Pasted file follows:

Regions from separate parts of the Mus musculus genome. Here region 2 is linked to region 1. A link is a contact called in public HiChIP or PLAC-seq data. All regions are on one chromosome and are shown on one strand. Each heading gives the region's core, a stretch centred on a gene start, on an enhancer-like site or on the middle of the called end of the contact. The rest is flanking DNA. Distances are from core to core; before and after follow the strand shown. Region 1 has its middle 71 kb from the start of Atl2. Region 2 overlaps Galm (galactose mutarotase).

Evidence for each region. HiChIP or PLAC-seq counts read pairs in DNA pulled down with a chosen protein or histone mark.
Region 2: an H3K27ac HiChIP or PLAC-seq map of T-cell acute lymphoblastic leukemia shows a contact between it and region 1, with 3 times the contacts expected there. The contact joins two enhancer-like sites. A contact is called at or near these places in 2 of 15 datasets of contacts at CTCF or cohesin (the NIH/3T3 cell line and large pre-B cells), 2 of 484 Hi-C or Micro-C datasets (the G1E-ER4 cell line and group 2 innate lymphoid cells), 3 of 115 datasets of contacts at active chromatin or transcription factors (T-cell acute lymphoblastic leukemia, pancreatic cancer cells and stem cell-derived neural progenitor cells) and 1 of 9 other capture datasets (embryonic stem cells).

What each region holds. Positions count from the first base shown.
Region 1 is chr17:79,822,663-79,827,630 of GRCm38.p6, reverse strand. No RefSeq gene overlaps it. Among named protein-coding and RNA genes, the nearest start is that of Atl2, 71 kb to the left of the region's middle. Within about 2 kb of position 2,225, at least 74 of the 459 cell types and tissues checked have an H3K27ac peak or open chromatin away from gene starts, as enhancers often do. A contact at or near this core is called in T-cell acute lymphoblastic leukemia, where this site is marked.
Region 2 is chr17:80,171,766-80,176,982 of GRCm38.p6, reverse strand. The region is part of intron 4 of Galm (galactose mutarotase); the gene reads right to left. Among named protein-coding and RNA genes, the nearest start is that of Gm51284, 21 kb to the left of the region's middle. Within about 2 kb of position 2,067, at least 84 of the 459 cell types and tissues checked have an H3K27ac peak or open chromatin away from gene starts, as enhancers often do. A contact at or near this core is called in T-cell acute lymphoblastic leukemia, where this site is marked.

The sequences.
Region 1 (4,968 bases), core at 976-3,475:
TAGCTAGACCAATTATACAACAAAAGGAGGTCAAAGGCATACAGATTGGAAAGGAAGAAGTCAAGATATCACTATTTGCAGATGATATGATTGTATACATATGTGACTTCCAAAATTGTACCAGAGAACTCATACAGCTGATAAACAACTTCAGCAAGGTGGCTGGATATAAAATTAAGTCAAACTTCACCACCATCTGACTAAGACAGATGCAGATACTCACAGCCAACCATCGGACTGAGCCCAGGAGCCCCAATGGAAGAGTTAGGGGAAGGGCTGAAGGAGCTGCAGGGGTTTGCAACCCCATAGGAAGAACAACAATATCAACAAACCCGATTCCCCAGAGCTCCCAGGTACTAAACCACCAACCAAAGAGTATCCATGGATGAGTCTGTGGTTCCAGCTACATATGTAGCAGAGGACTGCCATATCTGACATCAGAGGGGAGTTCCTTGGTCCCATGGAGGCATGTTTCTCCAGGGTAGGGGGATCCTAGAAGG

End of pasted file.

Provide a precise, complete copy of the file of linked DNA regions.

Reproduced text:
Regions from separate parts of the Mus musculus genome. Here region 2 is linked to region 1. A link is a contact called in public HiChIP or PLAC-seq data. All regions are on one chromosome and are shown on one strand. Each heading gives the region's core, a stretch centred on a gene start, on an enhancer-like site or on the middle of the called end of the contact. The rest is flanking DNA. Distances are from core to core; before and after follow the strand shown. Region 1 has its middle 71 kb from the start of Atl2. Region 2 overlaps Galm (galactose mutarotase).

Evidence for each region. HiChIP or PLAC-seq counts read pairs in DNA pulled down with a chosen protein or histone mark.
Region 2: an H3K27ac HiChIP or PLAC-seq map of T-cell acute lymphoblastic leukemia shows a contact between it and region 1, with 3 times the contacts expected there. The contact joins two enhancer-like sites. A contact is called at or near these places in 2 of 15 datasets of contacts at CTCF or cohesin (the NIH/3T3 cell line and large pre-B cells), 2 of 484 Hi-C or Micro-C datasets (the G1E-ER4 cell line and group 2 innate lymphoid cells), 3 of 115 datasets of contacts at active chromatin or transcription factors (T-cell acute lymphoblastic leukemia, pancreatic cancer cells and stem cell-derived neural progenitor cells) and 1 of 9 other capture datasets (embryonic stem cells).

What each region holds. Positions count from the first base shown.
Region 1 is chr17:79,822,663-79,827,630 of GRCm38.p6, reverse strand. No RefSeq gene overlaps it. Among named protein-coding and RNA genes, the nearest start is that of Atl2, 71 kb to the left of the region's middle. Within about 2 kb of position 2,225, at least 74 of the 459 cell types and tissues checked have an H3K27ac peak or open chromatin away from gene starts, as enhancers often do. A contact at or near this core is called in T-cell acute lymphoblastic leukemia, where this site is marked.
Region 2 is chr17:80,171,766-80,176,982 of GRCm38.p6, reverse strand. The region is part of intron 4 of Galm (galactose mutarotase); the gene reads right to left. Among named protein-coding and RNA genes, the nearest start is that of Gm51284, 21 kb to the left of the region's middle. Within about 2 kb of position 2,067, at least 84 of the 459 cell types and tissues checked have an H3K27ac peak or open chromatin away from gene starts, as enhancers often do. A contact at or near this core is called in T-cell acute lymphoblastic leukemia, where this site is marked.

The sequences.
Region 1 (4,968 bases), core at 976-3,475:
TAGCTAGACCAATTATACAACAAAAGGAGGTCAAAGGCATACAGATTGGAAAGGAAGAAGTCAAGATATCACTATTTGCAGATGATATGATTGTATACATATGTGACTTCCAAAATTGTACCAGAGAACTCATACAGCTGATAAACAACTTCAGCAAGGTGGCTGGATATAAAATTAAGTCAAACTTCACCACCATCTGACTAAGACAGATGCAGATACTCACAGCCAACCATCGGACTGAGCCCAGGAGCCCCAATGGAAGAGTTAGGGGAAGGGCTGAAGGAGCTGCAGGGGTTTGCAACCCCATAGGAAGAACAACAATATCAACAAACCCGATTCCCCAGAGCTCCCAGGTACTAAACCACCAACCAAAGAGTATCCATGGATGAGTCTGTGGTTCCAGCTACATATGTAGCAGAGGACTGCCATATCTGACATCAGAGGGGAGTTCCTTGGTCCCATGGAGGCATGTTTCTCCAGGGTAGGGGGATCCTAGAAGG